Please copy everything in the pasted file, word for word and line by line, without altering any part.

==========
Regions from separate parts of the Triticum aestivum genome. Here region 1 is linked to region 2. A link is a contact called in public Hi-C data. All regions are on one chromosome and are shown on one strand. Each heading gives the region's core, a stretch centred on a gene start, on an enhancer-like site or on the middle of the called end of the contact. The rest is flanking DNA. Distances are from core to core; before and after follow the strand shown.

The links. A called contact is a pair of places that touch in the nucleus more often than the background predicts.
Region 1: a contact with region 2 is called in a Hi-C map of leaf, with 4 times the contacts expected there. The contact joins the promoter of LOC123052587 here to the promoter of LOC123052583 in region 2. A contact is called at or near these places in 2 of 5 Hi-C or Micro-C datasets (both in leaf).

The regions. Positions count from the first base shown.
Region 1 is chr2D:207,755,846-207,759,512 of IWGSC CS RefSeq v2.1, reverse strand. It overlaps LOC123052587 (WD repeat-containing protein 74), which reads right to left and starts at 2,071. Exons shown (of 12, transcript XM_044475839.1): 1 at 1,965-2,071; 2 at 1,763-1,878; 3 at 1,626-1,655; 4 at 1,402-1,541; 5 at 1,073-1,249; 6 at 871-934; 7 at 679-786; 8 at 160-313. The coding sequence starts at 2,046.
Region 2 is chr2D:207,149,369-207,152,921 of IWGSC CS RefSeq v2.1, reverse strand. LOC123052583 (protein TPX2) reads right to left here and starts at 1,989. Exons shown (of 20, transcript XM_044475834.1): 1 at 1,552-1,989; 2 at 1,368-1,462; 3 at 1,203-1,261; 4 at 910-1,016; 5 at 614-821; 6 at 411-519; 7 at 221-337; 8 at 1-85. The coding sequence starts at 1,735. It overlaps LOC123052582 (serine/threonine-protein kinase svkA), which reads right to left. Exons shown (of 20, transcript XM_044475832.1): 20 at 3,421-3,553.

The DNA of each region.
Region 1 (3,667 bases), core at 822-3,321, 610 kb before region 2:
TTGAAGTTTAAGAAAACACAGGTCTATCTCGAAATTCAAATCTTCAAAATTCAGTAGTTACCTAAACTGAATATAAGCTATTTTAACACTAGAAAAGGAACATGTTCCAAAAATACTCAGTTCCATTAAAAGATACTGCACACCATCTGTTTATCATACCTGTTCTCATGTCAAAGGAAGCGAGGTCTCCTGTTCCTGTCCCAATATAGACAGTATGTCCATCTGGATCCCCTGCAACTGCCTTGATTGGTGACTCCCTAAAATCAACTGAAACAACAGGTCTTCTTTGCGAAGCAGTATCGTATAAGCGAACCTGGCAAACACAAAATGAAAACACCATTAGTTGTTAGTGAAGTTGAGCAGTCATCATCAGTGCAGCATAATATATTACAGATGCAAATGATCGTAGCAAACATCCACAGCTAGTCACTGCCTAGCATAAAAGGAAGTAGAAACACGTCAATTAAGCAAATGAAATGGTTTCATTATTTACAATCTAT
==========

Regions from separate parts of the Triticum aestivum genome. Here region 1 is linked to region 2. A link is a contact called in public Hi-C data. All regions are on one chromosome and are shown on one strand. Each heading gives the region's core, a stretch centred on a gene start, on an enhancer-like site or on the middle of the called end of the contact. The rest is flanking DNA. Distances are from core to core; before and after follow the strand shown.

The links. A called contact is a pair of places that touch in the nucleus more often than the background predicts.
Region 1: a contact with region 2 is called in a Hi-C map of leaf, with 4 times the contacts expected there. The contact joins the promoter of LOC123052587 here to the promoter of LOC123052583 in region 2. A contact is called at or near these places in 2 of 5 Hi-C or Micro-C datasets (both in leaf).

The regions. Positions count from the first base shown.
Region 1 is chr2D:207,755,846-207,759,512 of IWGSC CS RefSeq v2.1, reverse strand. It overlaps LOC123052587 (WD repeat-containing protein 74), which reads right to left and starts at 2,071. Exons shown (of 12, transcript XM_044475839.1): 1 at 1,965-2,071; 2 at 1,763-1,878; 3 at 1,626-1,655; 4 at 1,402-1,541; 5 at 1,073-1,249; 6 at 871-934; 7 at 679-786; 8 at 160-313. The coding sequence starts at 2,046.
Region 2 is chr2D:207,149,369-207,152,921 of IWGSC CS RefSeq v2.1, reverse strand. LOC123052583 (protein TPX2) reads right to left here and starts at 1,989. Exons shown (of 20, transcript XM_044475834.1): 1 at 1,552-1,989; 2 at 1,368-1,462; 3 at 1,203-1,261; 4 at 910-1,016; 5 at 614-821; 6 at 411-519; 7 at 221-337; 8 at 1-85. The coding sequence starts at 1,735. It overlaps LOC123052582 (serine/threonine-protein kinase svkA), which reads right to left. Exons shown (of 20, transcript XM_044475832.1): 20 at 3,421-3,553.

The DNA of each region.
Region 1 (3,667 bases), core at 822-3,321, 610 kb before region 2:
TTGAAGTTTAAGAAAACACAGGTCTATCTCGAAATTCAAATCTTCAAAATTCAGTAGTTACCTAAACTGAATATAAGCTATTTTAACACTAGAAAAGGAACATGTTCCAAAAATACTCAGTTCCATTAAAAGATACTGCACACCATCTGTTTATCATACCTGTTCTCATGTCAAAGGAAGCGAGGTCTCCTGTTCCTGTCCCAATATAGACAGTATGTCCATCTGGATCCCCTGCAACTGCCTTGATTGGTGACTCCCTAAAATCAACTGAAACAACAGGTCTTCTTTGCGAAGCAGTATCGTATAAGCGAACCTGGCAAACACAAAATGAAAACACCATTAGTTGTTAGTGAAGTTGAGCAGTCATCATCAGTGCAGCATAATATATTACAGATGCAAATGATCGTAGCAAACATCCACAGCTAGTCACTGCCTAGCATAAAAGGAAGTAGAAACACGTCAATTAAGCAAATGAAATGGTTTCATTATTTACAATCTAT